Schools bill appeal heard, Bright Futures savings, facilities plan changes and more

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H.B. 7069 legal challenge: Florida’s 1st District Court of Appeal hears arguments over the constitutionality of the 2017 education bill passed by the Legislature, which gave the state the power to create and oversee new charter schools in areas where traditional public schools have struggled. Lawyers for 10 school districts say the law creating the “Schools of Hope” violates the state constitution, which assigns those duties to local school boards. The state argues that it’s not a violation of the constitution to improve education for children who live in areas with low-performing traditional public schools. A Leon County judge sided with the state a year ago. No decision was made. News Service of Florida. Gradebook. Politico Florida. WFTS.

Bright Futures: Raising the eligibility standards for Bright Futures scholarships will save the state $195 million over three years, according to an analysis by state economists. They estimate that 6,500 fewer students will qualify when the changes become effective in the 2021-2022 school year, then 12,000 fewer in 2022-2023 and 17,000 fewer in 2023-2024. Revisions made to the program in the latest legislative session increase the scores needed on the SAT and ACT exams to qualify. Politico Florida.

Facilities plan revised: After a series of meetings to get input from residents, Duval school Superintendent Diana Greene is proposing changes to her original plan for replacing, repairing and renovating the district’s aging schools. The revised $1.9 billion plan would be paid for with a referendum that would boost the sales tax by a half-cent. It now calls for the construction of 28 schools instead of 30, building new Ribault and Raines high schools instead of consolidating them with middle schools, preserving the historic Kirby-Smith Middle and Loretto Elementary schools, keeping Chets Creek Elementary as a K-5 school and adding classrooms, making $1.08 billion in repairs, removing 438 portables, improving security and maintenance, and upgrading technology. Florida Times-Union. WJXT. Dozens of members of the community urge the Jacksonville City Council to allow them to vote on the school district’s proposed sales tax hike. Florida Times-Union. Florida Politics. WJXT.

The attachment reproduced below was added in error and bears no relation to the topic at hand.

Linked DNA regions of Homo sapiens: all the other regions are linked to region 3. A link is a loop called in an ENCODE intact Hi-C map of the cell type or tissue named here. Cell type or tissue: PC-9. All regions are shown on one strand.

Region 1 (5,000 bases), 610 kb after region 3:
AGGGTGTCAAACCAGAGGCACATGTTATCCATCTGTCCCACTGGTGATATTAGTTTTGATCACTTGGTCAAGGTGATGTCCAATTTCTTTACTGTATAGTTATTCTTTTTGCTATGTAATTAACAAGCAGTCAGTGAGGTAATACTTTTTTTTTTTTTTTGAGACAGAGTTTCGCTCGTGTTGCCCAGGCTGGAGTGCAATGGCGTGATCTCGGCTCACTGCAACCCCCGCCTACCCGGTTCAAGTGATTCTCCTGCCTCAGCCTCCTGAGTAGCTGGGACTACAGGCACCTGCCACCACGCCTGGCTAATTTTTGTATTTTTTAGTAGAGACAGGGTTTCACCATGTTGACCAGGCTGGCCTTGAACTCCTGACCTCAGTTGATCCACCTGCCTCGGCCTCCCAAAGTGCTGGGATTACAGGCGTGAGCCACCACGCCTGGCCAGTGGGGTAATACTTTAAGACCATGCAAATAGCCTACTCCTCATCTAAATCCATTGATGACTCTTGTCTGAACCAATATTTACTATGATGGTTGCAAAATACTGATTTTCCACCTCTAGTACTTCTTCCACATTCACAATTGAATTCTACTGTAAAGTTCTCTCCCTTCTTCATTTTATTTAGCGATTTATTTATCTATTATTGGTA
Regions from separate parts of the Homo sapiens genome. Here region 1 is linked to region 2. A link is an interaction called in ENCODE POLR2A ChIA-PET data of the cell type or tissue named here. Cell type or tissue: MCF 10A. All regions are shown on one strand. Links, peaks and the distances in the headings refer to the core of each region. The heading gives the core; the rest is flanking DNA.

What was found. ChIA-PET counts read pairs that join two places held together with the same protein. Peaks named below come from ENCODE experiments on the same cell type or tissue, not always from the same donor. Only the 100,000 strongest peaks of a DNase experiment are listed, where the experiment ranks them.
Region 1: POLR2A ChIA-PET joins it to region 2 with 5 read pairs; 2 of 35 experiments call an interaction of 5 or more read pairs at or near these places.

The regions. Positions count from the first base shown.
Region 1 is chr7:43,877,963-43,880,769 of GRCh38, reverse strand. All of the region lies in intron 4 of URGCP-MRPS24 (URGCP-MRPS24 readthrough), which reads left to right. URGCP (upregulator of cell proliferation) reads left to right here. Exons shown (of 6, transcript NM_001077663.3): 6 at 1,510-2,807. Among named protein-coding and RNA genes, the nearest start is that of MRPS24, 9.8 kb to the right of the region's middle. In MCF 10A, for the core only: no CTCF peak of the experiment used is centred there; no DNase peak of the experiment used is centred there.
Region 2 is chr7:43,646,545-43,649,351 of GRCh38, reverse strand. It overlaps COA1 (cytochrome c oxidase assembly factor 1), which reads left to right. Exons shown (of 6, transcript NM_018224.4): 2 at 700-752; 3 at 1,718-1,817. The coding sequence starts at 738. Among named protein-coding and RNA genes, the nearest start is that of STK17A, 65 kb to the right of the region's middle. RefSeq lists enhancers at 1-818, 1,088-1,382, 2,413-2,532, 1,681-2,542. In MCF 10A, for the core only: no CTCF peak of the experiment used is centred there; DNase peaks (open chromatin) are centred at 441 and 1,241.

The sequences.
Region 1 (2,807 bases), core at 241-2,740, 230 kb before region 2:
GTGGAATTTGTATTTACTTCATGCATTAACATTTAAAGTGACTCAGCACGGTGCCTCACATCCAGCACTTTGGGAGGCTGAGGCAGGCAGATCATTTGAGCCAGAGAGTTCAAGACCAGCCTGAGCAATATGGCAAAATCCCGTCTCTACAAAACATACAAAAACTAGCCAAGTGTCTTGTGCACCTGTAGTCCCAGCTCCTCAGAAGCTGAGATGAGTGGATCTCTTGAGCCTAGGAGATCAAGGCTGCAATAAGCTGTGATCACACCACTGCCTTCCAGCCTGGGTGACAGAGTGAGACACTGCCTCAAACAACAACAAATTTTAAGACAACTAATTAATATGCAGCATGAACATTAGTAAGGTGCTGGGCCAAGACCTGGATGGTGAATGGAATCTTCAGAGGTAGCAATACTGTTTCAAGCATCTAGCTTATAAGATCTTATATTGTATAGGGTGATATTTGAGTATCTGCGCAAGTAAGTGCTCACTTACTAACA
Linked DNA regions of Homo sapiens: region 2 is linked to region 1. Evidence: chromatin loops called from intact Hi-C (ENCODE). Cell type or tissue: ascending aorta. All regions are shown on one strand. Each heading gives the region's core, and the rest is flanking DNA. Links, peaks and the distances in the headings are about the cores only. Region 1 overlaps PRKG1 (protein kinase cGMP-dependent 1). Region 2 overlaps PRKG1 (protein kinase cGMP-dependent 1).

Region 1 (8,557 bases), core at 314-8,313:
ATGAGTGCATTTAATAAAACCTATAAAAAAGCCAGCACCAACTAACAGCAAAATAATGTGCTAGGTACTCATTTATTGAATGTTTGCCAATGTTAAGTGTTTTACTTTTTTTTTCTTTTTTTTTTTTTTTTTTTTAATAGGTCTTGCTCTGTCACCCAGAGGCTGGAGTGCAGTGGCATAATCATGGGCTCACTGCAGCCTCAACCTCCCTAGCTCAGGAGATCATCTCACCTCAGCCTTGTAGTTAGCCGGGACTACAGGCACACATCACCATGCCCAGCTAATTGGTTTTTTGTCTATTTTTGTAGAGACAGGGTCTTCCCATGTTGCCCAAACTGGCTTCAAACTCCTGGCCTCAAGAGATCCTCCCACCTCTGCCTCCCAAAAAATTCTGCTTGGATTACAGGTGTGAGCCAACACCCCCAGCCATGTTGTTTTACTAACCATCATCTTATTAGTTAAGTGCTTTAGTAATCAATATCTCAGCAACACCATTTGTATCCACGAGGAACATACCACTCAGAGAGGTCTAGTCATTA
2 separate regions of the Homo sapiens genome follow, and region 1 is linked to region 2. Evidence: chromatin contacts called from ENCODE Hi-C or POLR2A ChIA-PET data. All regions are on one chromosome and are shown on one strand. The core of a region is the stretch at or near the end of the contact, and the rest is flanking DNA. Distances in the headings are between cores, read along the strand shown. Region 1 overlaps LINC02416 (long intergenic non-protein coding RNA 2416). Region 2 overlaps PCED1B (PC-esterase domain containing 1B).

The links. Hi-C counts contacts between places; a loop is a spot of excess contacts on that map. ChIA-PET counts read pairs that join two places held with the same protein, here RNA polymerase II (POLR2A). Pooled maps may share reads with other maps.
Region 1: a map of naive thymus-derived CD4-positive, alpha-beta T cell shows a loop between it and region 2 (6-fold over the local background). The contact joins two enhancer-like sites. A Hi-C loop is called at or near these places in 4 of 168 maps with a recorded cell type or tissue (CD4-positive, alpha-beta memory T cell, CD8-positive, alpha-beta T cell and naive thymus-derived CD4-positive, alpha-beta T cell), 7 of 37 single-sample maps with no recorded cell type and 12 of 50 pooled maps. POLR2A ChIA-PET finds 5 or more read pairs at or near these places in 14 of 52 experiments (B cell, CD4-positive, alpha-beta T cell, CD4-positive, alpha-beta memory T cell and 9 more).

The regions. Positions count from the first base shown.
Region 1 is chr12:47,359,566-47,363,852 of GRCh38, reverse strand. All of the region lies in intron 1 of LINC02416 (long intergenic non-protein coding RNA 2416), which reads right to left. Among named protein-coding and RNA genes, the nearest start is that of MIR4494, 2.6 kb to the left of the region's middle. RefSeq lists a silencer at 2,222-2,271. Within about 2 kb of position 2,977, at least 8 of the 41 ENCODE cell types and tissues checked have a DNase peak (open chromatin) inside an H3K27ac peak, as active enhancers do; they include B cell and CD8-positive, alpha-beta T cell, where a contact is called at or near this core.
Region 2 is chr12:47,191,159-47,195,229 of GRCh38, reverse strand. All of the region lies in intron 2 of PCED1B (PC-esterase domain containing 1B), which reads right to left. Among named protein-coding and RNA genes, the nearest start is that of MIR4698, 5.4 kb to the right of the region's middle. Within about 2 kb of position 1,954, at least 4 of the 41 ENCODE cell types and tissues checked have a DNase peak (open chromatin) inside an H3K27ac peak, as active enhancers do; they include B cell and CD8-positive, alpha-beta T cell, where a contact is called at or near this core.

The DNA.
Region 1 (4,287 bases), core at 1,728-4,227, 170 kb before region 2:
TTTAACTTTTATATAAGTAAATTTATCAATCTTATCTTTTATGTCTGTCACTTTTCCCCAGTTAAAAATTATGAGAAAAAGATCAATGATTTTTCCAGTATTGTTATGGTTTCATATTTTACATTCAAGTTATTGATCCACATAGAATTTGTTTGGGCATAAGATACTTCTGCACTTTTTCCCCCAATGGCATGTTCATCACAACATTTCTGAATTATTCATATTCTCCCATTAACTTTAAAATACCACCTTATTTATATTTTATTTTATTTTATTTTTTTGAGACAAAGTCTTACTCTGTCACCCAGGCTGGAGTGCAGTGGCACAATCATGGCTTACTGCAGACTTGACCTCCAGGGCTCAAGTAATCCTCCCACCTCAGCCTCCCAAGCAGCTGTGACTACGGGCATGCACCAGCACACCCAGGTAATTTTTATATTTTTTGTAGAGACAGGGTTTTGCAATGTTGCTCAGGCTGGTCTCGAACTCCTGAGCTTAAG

District’s H.R. problems: The Manatee County School District’s human resources department has not been providing the necessary services to principals and their schools, according to a report by the Florida Association of District School Superintendents. “There appears to be an ‘us vs. them’ mentality between the H.R. Department and the schools they serve,” it states. “It appears that schools often view H.R. as an impediment rather than a vehicle to assist them in their everyday responsibilities.” The report, commissioned by Superintendent Cynthia Saunders, was delivered to the district at the end of May. On May 28, H.R. Director Sarah Brown submitted her resignation. Bradenton Herald.